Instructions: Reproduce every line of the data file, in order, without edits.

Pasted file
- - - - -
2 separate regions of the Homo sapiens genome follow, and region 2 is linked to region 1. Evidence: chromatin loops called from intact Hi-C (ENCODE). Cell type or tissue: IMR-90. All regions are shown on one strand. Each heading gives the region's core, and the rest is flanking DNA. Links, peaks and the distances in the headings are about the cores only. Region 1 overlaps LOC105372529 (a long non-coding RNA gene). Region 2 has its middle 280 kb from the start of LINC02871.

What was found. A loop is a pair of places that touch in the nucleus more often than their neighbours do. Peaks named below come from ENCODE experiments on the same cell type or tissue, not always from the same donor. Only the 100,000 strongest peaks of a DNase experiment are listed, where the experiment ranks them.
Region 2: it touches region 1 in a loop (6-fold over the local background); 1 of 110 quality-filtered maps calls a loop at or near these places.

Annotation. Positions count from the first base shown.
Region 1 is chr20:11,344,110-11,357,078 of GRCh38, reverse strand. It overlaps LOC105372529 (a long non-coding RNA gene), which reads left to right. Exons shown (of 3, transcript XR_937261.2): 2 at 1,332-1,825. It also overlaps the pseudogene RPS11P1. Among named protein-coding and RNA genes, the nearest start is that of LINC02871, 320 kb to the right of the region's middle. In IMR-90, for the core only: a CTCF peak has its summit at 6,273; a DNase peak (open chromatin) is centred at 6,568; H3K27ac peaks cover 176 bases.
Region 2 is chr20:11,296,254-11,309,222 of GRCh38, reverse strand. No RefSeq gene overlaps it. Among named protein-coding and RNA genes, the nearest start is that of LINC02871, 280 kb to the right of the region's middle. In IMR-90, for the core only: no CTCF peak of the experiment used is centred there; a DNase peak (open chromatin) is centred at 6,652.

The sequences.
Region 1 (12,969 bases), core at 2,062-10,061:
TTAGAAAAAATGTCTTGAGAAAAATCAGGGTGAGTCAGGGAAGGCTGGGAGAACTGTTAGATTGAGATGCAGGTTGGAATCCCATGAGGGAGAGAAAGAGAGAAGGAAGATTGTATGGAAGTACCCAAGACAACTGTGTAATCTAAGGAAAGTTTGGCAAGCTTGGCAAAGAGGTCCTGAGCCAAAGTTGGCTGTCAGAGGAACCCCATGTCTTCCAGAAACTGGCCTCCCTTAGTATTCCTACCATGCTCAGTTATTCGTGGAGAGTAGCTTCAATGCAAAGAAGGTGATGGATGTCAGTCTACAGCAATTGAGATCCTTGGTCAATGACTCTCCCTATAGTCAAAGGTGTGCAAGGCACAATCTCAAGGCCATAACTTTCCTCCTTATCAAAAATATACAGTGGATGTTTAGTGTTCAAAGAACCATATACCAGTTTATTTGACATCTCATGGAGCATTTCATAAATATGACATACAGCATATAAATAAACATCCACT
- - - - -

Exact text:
2 separate regions of the Homo sapiens genome follow, and region 2 is linked to region 1. Evidence: chromatin loops called from intact Hi-C (ENCODE). Cell type or tissue: IMR-90. All regions are shown on one strand. Each heading gives the region's core, and the rest is flanking DNA. Links, peaks and the distances in the headings are about the cores only. Region 1 overlaps LOC105372529 (a long non-coding RNA gene). Region 2 has its middle 280 kb from the start of LINC02871.

What was found. A loop is a pair of places that touch in the nucleus more often than their neighbours do. Peaks named below come from ENCODE experiments on the same cell type or tissue, not always from the same donor. Only the 100,000 strongest peaks of a DNase experiment are listed, where the experiment ranks them.
Region 2: it touches region 1 in a loop (6-fold over the local background); 1 of 110 quality-filtered maps calls a loop at or near these places.

Annotation. Positions count from the first base shown.
Region 1 is chr20:11,344,110-11,357,078 of GRCh38, reverse strand. It overlaps LOC105372529 (a long non-coding RNA gene), which reads left to right. Exons shown (of 3, transcript XR_937261.2): 2 at 1,332-1,825. It also overlaps the pseudogene RPS11P1. Among named protein-coding and RNA genes, the nearest start is that of LINC02871, 320 kb to the right of the region's middle. In IMR-90, for the core only: a CTCF peak has its summit at 6,273; a DNase peak (open chromatin) is centred at 6,568; H3K27ac peaks cover 176 bases.
Region 2 is chr20:11,296,254-11,309,222 of GRCh38, reverse strand. No RefSeq gene overlaps it. Among named protein-coding and RNA genes, the nearest start is that of LINC02871, 280 kb to the right of the region's middle. In IMR-90, for the core only: no CTCF peak of the experiment used is centred there; a DNase peak (open chromatin) is centred at 6,652.

The sequences.
Region 1 (12,969 bases), core at 2,062-10,061:
TTAGAAAAAATGTCTTGAGAAAAATCAGGGTGAGTCAGGGAAGGCTGGGAGAACTGTTAGATTGAGATGCAGGTTGGAATCCCATGAGGGAGAGAAAGAGAGAAGGAAGATTGTATGGAAGTACCCAAGACAACTGTGTAATCTAAGGAAAGTTTGGCAAGCTTGGCAAAGAGGTCCTGAGCCAAAGTTGGCTGTCAGAGGAACCCCATGTCTTCCAGAAACTGGCCTCCCTTAGTATTCCTACCATGCTCAGTTATTCGTGGAGAGTAGCTTCAATGCAAAGAAGGTGATGGATGTCAGTCTACAGCAATTGAGATCCTTGGTCAATGACTCTCCCTATAGTCAAAGGTGTGCAAGGCACAATCTCAAGGCCATAACTTTCCTCCTTATCAAAAATATACAGTGGATGTTTAGTGTTCAAAGAACCATATACCAGTTTATTTGACATCTCATGGAGCATTTCATAAATATGACATACAGCATATAAATAAACATCCACT